Build relationships, add value and reach out

I’ve been privileged to work in nine countries over two decades before I came to Australia with ANZ.

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I found cultural differences and nuances in each of the nine countries, and Australia was no different.

"The leading for change report by the Australian Human Rights Commission, showed only 1.6 per cent of CEOs and 3.3 per cent of C-suite executives have an Asian cultural background.”

Speaking recently to the Asian Leadership Project, I was reminded of the challenges many people like me, from an Asian cultural background face when moving to different cultural environments as they seek to progress their careers.

The so-called ‘bamboo ceiling’ can contribute to the challenges many Asians face in their careers, according to the Asian Leadership Project’s Chief Executive Officer and founder, Julie Chai. A term coined by Jane Hyun in 2005, the bamboo ceiling is defined as a combination of individual, cultural and organisational factors that impede Asians career progress inside organisations.

“While Asian stereotypes and assumptions, eastern vs westernised leadership styles and cultural accents remain as barriers to leadership, as the trusted specialist Cultural Diversity partner to nearly 20 organisations, I am encouraged to see this sophisticated understanding and increased commitment to addressing the bamboo ceiling grow over the last seven years,” Julie says.

Asian Leadership Project

Founded by Julie Chai in 2017, the Asian Leadership Project aims to fast-track Asian talent into leadership positions through building a strong networking community where Asian talent can belong, are connected and supported via ongoing professional and career development opportunities.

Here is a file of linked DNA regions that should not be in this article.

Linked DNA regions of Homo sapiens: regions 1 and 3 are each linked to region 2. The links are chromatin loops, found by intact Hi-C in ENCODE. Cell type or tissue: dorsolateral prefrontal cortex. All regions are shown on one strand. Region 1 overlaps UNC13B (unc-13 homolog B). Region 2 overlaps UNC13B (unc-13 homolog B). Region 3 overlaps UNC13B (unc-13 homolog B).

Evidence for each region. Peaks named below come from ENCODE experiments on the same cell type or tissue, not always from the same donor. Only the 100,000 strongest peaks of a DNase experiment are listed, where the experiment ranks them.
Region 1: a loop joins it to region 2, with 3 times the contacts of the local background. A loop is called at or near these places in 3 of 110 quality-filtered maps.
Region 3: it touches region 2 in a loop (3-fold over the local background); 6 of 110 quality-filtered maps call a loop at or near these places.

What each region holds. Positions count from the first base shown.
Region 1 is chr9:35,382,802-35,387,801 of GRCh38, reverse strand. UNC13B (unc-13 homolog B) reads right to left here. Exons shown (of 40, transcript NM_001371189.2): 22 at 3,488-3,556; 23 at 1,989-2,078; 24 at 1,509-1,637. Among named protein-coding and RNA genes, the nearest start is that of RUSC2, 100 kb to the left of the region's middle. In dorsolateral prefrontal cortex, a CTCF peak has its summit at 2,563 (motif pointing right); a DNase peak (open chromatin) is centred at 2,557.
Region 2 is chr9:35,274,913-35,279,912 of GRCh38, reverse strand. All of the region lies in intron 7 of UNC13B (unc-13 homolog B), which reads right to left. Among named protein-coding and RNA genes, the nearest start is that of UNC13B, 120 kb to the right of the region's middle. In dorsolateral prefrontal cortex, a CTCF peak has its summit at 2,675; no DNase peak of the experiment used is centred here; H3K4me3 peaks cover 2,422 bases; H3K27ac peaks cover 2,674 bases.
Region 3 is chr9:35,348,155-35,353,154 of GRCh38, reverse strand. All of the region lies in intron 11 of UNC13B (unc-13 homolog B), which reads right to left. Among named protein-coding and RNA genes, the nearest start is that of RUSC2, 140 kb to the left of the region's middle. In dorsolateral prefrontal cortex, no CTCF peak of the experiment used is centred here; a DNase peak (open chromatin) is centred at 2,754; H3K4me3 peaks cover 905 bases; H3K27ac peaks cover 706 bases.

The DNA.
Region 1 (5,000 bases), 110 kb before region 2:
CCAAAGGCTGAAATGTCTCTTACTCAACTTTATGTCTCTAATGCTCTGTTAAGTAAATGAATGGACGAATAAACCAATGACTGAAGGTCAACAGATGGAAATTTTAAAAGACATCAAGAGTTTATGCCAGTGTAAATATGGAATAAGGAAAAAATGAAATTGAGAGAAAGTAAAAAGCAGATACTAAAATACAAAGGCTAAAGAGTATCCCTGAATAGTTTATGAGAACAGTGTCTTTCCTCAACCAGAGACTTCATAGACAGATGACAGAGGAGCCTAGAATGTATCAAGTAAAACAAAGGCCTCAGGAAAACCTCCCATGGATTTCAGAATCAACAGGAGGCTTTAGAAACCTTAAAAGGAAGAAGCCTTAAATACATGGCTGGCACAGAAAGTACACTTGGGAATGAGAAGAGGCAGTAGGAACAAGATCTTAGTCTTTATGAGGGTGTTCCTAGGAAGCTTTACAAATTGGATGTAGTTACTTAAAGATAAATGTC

The leading for change report by the Australian Human Rights Commission, showed only 1.6 per cent of CEOs and 3.3 per cent of C-suite executives have an Asian cultural background.

“This is despite those with an Asian cultural background making up about 17 per cent of the nation’s population, according to the latest census,” Julie says.

While I am in the minority holding the role of Chief Financial Officer for one of Australia’s big four banks, these figures are alarming and I believe organisations have a great opportunity to achieve business growth through culturally sensitive inclusion and diversity practices.

Add value

I have been fortunate to have worked the bulk of my career in organisations that value cultural diversity. Each place I have worked, I always felt a strong and evolving commitment to diversity and inclusion.

This is particularly true of ANZ. I’ve always felt at an enterprise-level this bank ascribes significant value to having a diverse range of voices around the table. I personally believe it’s a big part of why it’s such a positive place to work.

Working globally has provided me more breadth in leadership and understanding on how to build relationships and interact with people.

There is absolutely no question that growing up in an Asian culture – and it doesn't matter whether you're from East Asia or South Asia or North Asia – there’s an inherent cultural bias towards respecting hierarchy. This can mean taking a back seat and not sharing your thoughts freely to more senior members of the workplace.

When I reflect on my own experience, I realise working in many different cultures has helped me develop the confidence to speak up and has given me license to be challenging, to be more open about my thoughts and opinions. But I recognise this is not everyone’s experience.